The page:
EACH DISCOVERY of another dangerous industrial dumping ground somewhere brings more demands for action to clean up the hazards and help people who have been hurt. Many of those demands, and much of the legislation now being discussed, reflect the general view that the federal government should act - and the polluters should pay.

The case for public action is obvious. When poisonous wastes are piled in a warehouse, or oozing from a landfill into water supplies, it would be irresponsible for authorities not to step in to protect public health. And when the threat is immediate, suing the polluter - if he can be found - is much too slow.

But who should act? Regulating waste disposal has been mainly a job for state and local authorities. Recently, though, federal laws have moved quite far into the field. Federal resources have to follow, because the problems now emerging are too costly and technically complex for most state and local governments to handle on their own. The Environmental Protection Agency estimates that from 1,200 to 2,000 dumping sites may require urgent attention. There could be many more. The costs of cleanup and safe disposal will be in the multi-billion-dollar range. On top of that is the immense problem of compensating the victims - the people who have been harmed, or forced to move, and now have to worry about illnesses that may develop in 10 or 20 years. Every humanitarian impulse suggests some aid for them. But the potential costs are staggering.

So the scale of the job makes joint action imperative. Who should pay? Should the taxpayers (and the budget) bear the burden of cleaning up what industries have strewn around? The easy answer is no, and a number of plans would force the makers, users and dumpers of hazardous substances to pay. They would do so through fees to finance a national cleanup fund, and through federal suits against those responsible for the pollution in each case.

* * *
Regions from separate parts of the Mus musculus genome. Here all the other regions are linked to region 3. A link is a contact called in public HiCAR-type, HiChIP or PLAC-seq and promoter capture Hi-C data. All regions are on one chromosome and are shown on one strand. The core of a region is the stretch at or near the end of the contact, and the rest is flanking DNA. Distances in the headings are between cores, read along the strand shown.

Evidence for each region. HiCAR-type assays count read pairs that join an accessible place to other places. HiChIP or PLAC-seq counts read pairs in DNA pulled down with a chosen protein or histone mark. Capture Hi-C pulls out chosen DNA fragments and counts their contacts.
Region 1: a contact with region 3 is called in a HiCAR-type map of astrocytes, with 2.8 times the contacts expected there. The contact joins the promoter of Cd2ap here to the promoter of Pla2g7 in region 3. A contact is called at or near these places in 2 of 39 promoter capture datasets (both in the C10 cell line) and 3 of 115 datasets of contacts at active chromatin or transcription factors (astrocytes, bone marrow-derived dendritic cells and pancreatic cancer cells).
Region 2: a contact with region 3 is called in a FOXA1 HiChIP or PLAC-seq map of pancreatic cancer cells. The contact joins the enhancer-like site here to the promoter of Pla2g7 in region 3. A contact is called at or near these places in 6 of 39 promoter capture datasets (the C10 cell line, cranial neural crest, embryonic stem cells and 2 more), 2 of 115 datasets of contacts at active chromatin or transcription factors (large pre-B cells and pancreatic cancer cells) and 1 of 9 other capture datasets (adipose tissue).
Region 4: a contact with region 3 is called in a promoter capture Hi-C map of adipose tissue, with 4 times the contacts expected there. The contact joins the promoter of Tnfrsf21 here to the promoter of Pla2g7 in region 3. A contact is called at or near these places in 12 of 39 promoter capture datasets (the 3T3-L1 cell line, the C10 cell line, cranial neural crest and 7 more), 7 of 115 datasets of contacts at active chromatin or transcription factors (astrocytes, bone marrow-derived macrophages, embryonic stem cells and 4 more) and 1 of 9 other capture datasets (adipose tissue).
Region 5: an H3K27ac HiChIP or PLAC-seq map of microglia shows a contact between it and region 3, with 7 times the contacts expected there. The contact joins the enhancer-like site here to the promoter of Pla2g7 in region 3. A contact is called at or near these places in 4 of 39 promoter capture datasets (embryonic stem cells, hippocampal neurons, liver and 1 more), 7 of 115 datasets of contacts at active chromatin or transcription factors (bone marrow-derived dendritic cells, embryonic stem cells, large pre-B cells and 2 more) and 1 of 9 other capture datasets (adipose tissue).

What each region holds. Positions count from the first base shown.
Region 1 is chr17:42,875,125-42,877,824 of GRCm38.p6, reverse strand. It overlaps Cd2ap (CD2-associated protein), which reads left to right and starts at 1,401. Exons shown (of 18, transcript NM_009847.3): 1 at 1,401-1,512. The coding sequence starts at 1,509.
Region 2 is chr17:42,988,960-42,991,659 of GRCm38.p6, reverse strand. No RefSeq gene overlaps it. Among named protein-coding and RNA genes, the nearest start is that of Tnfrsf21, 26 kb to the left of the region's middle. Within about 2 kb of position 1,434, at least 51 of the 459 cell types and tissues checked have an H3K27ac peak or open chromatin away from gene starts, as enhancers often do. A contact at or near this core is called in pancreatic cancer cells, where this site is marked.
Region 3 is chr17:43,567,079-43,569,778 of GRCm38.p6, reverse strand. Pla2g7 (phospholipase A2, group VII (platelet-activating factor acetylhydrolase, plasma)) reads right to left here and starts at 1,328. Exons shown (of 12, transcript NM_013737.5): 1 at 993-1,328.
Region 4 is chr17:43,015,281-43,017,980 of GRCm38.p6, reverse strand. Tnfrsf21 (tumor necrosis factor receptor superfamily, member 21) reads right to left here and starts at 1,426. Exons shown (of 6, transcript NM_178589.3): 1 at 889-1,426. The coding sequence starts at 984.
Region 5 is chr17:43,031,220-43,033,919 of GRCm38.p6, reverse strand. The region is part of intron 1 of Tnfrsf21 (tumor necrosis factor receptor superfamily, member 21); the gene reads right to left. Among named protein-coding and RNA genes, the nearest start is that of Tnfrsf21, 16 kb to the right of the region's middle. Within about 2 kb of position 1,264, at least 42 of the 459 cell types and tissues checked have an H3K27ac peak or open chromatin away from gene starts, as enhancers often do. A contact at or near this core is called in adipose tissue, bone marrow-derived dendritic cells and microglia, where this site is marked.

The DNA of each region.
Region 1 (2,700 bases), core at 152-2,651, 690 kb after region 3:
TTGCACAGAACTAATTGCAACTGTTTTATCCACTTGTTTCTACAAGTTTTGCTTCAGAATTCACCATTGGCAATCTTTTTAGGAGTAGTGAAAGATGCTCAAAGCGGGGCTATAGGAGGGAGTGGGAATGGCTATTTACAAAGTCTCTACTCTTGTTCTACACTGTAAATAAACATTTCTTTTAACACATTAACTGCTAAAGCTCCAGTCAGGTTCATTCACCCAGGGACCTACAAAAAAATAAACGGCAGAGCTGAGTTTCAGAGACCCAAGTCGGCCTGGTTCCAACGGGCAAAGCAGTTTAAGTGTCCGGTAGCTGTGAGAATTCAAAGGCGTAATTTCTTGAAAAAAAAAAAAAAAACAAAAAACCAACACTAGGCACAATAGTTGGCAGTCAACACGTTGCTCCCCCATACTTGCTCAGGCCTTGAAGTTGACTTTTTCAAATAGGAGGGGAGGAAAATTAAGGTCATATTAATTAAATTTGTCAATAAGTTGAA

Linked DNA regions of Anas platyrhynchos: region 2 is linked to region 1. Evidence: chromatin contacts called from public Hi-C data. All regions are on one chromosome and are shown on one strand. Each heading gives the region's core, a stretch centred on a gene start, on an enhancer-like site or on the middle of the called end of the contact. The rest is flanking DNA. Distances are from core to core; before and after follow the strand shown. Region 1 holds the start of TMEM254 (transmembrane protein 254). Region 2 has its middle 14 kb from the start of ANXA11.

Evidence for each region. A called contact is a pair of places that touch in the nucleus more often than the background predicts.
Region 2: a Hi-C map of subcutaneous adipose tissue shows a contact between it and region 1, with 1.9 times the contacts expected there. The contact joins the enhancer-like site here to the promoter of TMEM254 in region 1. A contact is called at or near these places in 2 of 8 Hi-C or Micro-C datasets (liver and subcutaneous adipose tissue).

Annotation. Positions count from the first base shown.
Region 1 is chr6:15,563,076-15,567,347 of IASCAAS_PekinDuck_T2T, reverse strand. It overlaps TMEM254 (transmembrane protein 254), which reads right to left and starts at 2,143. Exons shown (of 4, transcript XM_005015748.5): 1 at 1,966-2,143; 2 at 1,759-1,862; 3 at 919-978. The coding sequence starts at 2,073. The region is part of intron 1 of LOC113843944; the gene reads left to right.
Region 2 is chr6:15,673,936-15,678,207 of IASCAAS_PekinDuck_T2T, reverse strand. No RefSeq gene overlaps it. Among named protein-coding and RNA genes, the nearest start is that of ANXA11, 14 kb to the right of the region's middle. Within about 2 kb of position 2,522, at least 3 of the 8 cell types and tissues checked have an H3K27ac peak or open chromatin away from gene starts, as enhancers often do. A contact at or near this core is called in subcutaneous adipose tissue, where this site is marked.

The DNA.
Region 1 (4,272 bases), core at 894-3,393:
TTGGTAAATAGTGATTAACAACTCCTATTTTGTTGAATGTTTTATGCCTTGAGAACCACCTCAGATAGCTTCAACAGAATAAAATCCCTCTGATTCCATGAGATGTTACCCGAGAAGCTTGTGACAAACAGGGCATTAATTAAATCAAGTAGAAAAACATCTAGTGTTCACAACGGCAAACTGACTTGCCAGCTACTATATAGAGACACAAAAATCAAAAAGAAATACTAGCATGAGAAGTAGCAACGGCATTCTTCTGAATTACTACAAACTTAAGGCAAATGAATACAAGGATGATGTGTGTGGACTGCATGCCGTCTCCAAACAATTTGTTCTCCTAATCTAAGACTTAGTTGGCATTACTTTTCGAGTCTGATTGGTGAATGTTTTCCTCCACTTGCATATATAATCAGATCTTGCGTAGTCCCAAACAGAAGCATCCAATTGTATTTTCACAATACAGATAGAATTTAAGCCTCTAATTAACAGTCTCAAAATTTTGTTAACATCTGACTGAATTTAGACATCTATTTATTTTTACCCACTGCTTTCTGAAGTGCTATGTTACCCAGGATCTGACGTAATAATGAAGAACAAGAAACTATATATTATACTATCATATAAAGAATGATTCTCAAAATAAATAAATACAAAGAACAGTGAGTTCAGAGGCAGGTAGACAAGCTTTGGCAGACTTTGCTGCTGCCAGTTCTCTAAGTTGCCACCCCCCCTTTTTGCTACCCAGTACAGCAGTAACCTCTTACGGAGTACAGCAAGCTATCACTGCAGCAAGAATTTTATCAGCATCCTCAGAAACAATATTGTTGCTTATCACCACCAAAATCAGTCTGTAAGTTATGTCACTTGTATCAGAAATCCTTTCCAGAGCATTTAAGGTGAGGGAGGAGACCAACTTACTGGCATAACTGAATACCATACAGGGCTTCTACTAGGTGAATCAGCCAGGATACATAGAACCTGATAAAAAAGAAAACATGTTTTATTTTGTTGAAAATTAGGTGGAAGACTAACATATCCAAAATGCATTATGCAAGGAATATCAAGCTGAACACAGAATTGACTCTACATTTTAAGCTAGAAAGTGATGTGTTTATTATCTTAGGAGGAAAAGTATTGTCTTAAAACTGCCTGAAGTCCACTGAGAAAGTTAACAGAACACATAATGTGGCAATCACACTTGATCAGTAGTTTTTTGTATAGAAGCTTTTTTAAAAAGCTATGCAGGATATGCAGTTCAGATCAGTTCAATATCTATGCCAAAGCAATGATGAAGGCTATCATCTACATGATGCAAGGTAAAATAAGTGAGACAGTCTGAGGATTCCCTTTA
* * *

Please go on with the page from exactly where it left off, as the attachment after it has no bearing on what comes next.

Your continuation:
Punishing the polluter is appropriate where someone has been negligent - for instance, by dumping toxic wastes illegally or by failing to report health threats that later appear. Yet this course is not effective in the worst cases, where the polluter cannot be found or cannot pay the bills. And it is not equitable in those frustrating situations where the waste disposal was done in accord with the laws of the time. In such cases, out of necessity or fairness, the public will have to bear much of the cost.

Using tax dollars at least to launch a general cleanup and compensation fund also seems unavoidable. Perhaps a good share of such a fund could be raised through levies on industry; the Carter administration has proposed one such plan. But as the administration acknowledges, those fees are bound to be passed on through the whole economy. No matter how you arrange it, everyone will ultimately have to pay.